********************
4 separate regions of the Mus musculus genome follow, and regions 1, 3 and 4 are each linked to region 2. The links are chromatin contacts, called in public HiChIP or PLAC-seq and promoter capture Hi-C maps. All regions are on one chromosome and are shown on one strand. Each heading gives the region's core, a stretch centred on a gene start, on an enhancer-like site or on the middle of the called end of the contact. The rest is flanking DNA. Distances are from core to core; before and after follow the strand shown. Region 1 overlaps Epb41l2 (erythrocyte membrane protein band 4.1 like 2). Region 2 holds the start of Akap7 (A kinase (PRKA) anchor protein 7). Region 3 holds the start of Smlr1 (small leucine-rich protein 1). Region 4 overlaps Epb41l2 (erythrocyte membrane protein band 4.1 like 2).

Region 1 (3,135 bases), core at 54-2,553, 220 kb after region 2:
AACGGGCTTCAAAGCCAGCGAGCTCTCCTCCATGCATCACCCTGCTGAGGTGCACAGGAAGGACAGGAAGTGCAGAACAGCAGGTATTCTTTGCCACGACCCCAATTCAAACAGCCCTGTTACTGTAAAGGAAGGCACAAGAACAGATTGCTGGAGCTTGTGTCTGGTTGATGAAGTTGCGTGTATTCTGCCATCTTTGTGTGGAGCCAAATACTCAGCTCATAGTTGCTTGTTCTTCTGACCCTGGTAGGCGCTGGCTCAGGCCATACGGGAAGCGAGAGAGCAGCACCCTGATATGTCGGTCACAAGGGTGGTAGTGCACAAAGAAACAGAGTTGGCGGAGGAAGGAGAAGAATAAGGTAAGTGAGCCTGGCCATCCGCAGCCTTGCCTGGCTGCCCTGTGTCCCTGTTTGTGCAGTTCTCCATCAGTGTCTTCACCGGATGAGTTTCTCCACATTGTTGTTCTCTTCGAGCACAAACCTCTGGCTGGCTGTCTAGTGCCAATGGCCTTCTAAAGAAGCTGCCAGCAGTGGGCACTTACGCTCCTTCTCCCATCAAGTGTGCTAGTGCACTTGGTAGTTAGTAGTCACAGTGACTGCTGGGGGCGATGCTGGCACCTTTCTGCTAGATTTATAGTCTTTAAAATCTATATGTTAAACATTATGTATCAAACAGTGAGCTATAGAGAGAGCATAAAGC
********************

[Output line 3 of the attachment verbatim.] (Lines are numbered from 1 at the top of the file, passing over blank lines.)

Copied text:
AACGGGCTTCAAAGCCAGCGAGCTCTCCTCCATGCATCACCCTGCTGAGGTGCACAGGAAGGACAGGAAGTGCAGAACAGCAGGTATTCTTTGCCACGACCCCAATTCAAACAGCCCTGTTACTGTAAAGGAAGGCACAAGAACAGATTGCTGGAGCTTGTGTCTGGTTGATGAAGTTGCGTGTATTCTGCCATCTTTGTGTGGAGCCAAATACTCAGCTCATAGTTGCTTGTTCTTCTGACCCTGGTAGGCGCTGGCTCAGGCCATACGGGAAGCGAGAGAGCAGCACCCTGATATGTCGGTCACAAGGGTGGTAGTGCACAAAGAAACAGAGTTGGCGGAGGAAGGAGAAGAATAAGGTAAGTGAGCCTGGCCATCCGCAGCCTTGCCTGGCTGCCCTGTGTCCCTGTTTGTGCAGTTCTCCATCAGTGTCTTCACCGGATGAGTTTCTCCACATTGTTGTTCTCTTCGAGCACAAACCTCTGGCTGGCTGTCTAGTGCCAATGGCCTTCTAAAGAAGCTGCCAGCAGTGGGCACTTACGCTCCTTCTCCCATCAAGTGTGCTAGTGCACTTGGTAGTTAGTAGTCACAGTGACTGCTGGGGGCGATGCTGGCACCTTTCTGCTAGATTTATAGTCTTTAAAATCTATATGTTAAACATTATGTATCAAACAGTGAGCTATAGAGAGAGCATAAAGC